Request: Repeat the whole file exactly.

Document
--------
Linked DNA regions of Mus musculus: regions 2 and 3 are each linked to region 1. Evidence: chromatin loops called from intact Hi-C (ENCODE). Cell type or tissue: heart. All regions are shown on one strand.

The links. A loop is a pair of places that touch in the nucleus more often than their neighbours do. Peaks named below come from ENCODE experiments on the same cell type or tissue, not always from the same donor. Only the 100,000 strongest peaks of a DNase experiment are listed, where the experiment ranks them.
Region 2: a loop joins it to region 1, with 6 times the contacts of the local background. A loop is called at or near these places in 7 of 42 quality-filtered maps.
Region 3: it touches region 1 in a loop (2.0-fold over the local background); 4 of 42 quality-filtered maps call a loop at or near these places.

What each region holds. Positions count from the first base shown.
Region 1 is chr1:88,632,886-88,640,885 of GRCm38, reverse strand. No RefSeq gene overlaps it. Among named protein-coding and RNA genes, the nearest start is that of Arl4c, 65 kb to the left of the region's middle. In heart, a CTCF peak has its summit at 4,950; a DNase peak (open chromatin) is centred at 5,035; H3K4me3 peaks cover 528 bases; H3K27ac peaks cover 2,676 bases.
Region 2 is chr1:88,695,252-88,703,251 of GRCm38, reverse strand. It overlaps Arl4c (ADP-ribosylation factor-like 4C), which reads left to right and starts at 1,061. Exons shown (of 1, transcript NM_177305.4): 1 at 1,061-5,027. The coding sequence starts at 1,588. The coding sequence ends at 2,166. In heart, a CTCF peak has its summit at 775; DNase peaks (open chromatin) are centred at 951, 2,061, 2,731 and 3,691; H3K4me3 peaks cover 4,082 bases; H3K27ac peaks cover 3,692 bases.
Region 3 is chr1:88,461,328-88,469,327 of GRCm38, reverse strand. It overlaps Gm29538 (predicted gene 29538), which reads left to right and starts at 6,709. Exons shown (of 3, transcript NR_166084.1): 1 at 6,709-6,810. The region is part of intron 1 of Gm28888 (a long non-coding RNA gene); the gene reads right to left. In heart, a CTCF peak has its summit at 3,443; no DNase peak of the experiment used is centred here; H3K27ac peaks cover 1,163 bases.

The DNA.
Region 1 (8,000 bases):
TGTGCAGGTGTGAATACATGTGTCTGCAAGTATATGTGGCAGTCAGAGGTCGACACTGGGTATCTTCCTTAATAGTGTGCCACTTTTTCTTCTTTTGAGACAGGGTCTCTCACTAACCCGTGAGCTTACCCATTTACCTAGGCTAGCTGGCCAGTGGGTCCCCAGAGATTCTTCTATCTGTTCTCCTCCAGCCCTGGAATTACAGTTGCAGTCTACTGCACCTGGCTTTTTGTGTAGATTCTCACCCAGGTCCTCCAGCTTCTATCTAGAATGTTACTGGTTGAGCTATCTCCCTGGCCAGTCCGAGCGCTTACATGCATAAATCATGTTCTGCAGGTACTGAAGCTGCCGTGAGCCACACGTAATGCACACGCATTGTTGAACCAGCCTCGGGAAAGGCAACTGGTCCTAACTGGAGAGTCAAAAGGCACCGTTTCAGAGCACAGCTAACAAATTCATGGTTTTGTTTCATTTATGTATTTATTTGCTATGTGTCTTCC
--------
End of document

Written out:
Linked DNA regions of Mus musculus: regions 2 and 3 are each linked to region 1. Evidence: chromatin loops called from intact Hi-C (ENCODE). Cell type or tissue: heart. All regions are shown on one strand.

The links. A loop is a pair of places that touch in the nucleus more often than their neighbours do. Peaks named below come from ENCODE experiments on the same cell type or tissue, not always from the same donor. Only the 100,000 strongest peaks of a DNase experiment are listed, where the experiment ranks them.
Region 2: a loop joins it to region 1, with 6 times the contacts of the local background. A loop is called at or near these places in 7 of 42 quality-filtered maps.
Region 3: it touches region 1 in a loop (2.0-fold over the local background); 4 of 42 quality-filtered maps call a loop at or near these places.

What each region holds. Positions count from the first base shown.
Region 1 is chr1:88,632,886-88,640,885 of GRCm38, reverse strand. No RefSeq gene overlaps it. Among named protein-coding and RNA genes, the nearest start is that of Arl4c, 65 kb to the left of the region's middle. In heart, a CTCF peak has its summit at 4,950; a DNase peak (open chromatin) is centred at 5,035; H3K4me3 peaks cover 528 bases; H3K27ac peaks cover 2,676 bases.
Region 2 is chr1:88,695,252-88,703,251 of GRCm38, reverse strand. It overlaps Arl4c (ADP-ribosylation factor-like 4C), which reads left to right and starts at 1,061. Exons shown (of 1, transcript NM_177305.4): 1 at 1,061-5,027. The coding sequence starts at 1,588. The coding sequence ends at 2,166. In heart, a CTCF peak has its summit at 775; DNase peaks (open chromatin) are centred at 951, 2,061, 2,731 and 3,691; H3K4me3 peaks cover 4,082 bases; H3K27ac peaks cover 3,692 bases.
Region 3 is chr1:88,461,328-88,469,327 of GRCm38, reverse strand. It overlaps Gm29538 (predicted gene 29538), which reads left to right and starts at 6,709. Exons shown (of 3, transcript NR_166084.1): 1 at 6,709-6,810. The region is part of intron 1 of Gm28888 (a long non-coding RNA gene); the gene reads right to left. In heart, a CTCF peak has its summit at 3,443; no DNase peak of the experiment used is centred here; H3K27ac peaks cover 1,163 bases.

The DNA.
Region 1 (8,000 bases):
TGTGCAGGTGTGAATACATGTGTCTGCAAGTATATGTGGCAGTCAGAGGTCGACACTGGGTATCTTCCTTAATAGTGTGCCACTTTTTCTTCTTTTGAGACAGGGTCTCTCACTAACCCGTGAGCTTACCCATTTACCTAGGCTAGCTGGCCAGTGGGTCCCCAGAGATTCTTCTATCTGTTCTCCTCCAGCCCTGGAATTACAGTTGCAGTCTACTGCACCTGGCTTTTTGTGTAGATTCTCACCCAGGTCCTCCAGCTTCTATCTAGAATGTTACTGGTTGAGCTATCTCCCTGGCCAGTCCGAGCGCTTACATGCATAAATCATGTTCTGCAGGTACTGAAGCTGCCGTGAGCCACACGTAATGCACACGCATTGTTGAACCAGCCTCGGGAAAGGCAACTGGTCCTAACTGGAGAGTCAAAAGGCACCGTTTCAGAGCACAGCTAACAAATTCATGGTTTTGTTTCATTTATGTATTTATTTGCTATGTGTCTTCC